Context Questions Framework

Many entries in this blog illustrate situating information about your ancestors in a social, cultural, and historical context, and the entry on Context Questions lays out the kinds of questions you might ask. But how do you actually get started in a way that isn’t just hit and miss? This article offers a useful framework as a guide to asking context questions.
 
When I was beginning to analyze my own family history, and doing so within a larger context, my questions about context were pretty broad. For example, I thought about German immigrant ancestors to Illinois in relationship to German immigration during the 1800s, and the history of Illinois. I even ordered a book about the history of Prussia, since some of them came from there. It turned out not to be very useful to me – the net I had cast for context information was way too broad.
 
Then I got an idea. I would construct a chart like the one below, organized decade by decade. On the left, I created a column for each family I was tracing. To the right, I created two columns. The column labeled “Historical Context” asks what was happening historically in the town, county, and state where each family was, decade by decade. The column labeled “Social Context” asks about relationships among socio-cultural groups (the Context Questions discussed elsewhere) in that location, decade by decade.
 
Context Questions Chart

Context Questions Chart, decade-by-decade

 

Suddenly I was forced to become more specific. In the example above, ancestors came to central Illinois and southeastern Iowa, beginning in the 1830s, but since they were born before they arrived, I wanted to know something of the context into which they arrived. So, I had to find out more about exactly who was there already, where they had come from, their interactions with white invaders, the process the U.S. government used to expel the indigenous peoples, the process of forming the states, and so forth.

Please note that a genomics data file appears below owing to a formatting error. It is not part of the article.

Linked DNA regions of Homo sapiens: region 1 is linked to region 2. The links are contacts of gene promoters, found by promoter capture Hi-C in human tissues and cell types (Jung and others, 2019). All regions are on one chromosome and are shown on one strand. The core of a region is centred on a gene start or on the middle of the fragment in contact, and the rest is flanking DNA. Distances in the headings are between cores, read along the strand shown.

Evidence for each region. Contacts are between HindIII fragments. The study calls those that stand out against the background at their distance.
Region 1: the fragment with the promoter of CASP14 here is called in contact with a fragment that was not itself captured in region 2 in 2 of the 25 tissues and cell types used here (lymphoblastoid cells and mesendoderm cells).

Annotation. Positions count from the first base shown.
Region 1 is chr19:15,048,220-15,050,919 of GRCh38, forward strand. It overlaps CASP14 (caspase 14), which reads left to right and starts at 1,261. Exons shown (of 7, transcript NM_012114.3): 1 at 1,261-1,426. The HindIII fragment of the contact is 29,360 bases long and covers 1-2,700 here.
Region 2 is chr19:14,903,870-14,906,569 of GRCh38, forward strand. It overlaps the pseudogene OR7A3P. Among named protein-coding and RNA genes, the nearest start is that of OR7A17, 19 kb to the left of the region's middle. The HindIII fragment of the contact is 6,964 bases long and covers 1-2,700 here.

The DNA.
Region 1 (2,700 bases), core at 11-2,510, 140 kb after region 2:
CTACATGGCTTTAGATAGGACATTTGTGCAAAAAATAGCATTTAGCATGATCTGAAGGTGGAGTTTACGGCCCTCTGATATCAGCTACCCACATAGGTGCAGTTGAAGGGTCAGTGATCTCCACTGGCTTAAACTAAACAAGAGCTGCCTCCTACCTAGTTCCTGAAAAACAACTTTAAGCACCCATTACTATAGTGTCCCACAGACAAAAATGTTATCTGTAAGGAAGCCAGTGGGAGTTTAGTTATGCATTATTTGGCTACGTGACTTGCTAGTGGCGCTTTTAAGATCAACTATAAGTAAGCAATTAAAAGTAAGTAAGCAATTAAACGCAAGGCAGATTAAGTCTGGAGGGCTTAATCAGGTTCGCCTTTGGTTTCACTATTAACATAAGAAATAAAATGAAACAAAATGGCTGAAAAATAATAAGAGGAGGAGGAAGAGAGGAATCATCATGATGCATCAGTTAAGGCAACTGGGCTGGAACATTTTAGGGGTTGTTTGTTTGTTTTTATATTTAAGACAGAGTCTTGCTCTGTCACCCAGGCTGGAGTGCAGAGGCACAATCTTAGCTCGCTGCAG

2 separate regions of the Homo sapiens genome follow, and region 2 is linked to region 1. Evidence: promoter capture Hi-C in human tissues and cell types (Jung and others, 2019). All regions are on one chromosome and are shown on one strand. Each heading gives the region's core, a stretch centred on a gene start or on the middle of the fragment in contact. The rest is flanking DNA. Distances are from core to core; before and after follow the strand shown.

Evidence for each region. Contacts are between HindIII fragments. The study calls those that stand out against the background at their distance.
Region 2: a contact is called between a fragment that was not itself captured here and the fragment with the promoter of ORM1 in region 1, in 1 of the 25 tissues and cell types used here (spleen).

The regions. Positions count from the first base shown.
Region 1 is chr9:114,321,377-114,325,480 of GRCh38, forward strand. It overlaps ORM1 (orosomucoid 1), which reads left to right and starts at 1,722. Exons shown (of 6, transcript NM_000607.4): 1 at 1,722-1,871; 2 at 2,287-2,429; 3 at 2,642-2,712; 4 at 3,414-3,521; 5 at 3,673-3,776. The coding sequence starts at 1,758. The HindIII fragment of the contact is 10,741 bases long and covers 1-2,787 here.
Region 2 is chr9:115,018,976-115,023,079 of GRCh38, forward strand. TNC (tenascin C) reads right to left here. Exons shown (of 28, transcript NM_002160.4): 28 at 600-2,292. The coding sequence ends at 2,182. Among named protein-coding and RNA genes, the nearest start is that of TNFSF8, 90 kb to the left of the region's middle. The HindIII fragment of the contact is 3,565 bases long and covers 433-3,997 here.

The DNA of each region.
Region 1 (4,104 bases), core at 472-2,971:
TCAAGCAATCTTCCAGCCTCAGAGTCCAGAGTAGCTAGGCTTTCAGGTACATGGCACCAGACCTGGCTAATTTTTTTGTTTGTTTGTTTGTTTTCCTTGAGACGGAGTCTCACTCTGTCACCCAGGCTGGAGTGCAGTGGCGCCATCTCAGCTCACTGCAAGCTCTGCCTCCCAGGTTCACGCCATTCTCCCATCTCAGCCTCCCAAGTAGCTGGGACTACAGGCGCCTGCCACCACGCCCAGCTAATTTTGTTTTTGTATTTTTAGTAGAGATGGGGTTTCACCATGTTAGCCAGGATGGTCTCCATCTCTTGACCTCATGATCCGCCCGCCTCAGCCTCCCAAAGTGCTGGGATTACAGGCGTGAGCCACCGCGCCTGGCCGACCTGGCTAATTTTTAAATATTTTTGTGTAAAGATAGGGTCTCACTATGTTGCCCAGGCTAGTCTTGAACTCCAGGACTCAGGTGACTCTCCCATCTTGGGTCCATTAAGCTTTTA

When the ancestors arrived in the 1830s and 1840s, what laws had been passed affecting immigration? Land acquisition? Slavery? Who populated the areas to which my ancestors moved? What were relationships between German immigrants and non-Germans? Whites and Indigenous peoples? Whites and Blacks? Men and women? Political parties? How did relationships among groups affect your ancestors? For example, did relationships penalize them? Privilege them?
 
How did people make their living? What diseases and epidemics were there? What forms of transportation? Suddenly I had lots of more focused questions.
 
To fill in each box, I turned to the library. If I could find anything published “back then” about any of the locations I was investigating – and I did find a few things – these became useful “eye witnesses” to history. Books and articles written by historians were also very useful, as were some historical websites. You’ll see notations on the chart regarding sources I had located.

With practice, this process of asking about the history and socio-cultural context of specific places where your ancestors were, gradually becomes more automatic.

Comments

  1. This is great. I am going to do a genealogy workshop using critical family theory. Your work is inspiring.
    I plan to use esoteric data as a tool to digging deeper into family layers, hidden and silenced stories. For th past almost 20 years I have focused on African American genealogy and had no idea, that there was theory tied to many of the issues I have experienced in my many family research pursuits. I am new to all of this…l but I am looking forward to learning more.

  2. This form you have suggested is a fabulous mechanism to visualize for comparison and contract — but to think critically about social and cultural context. Wow. Very cool.

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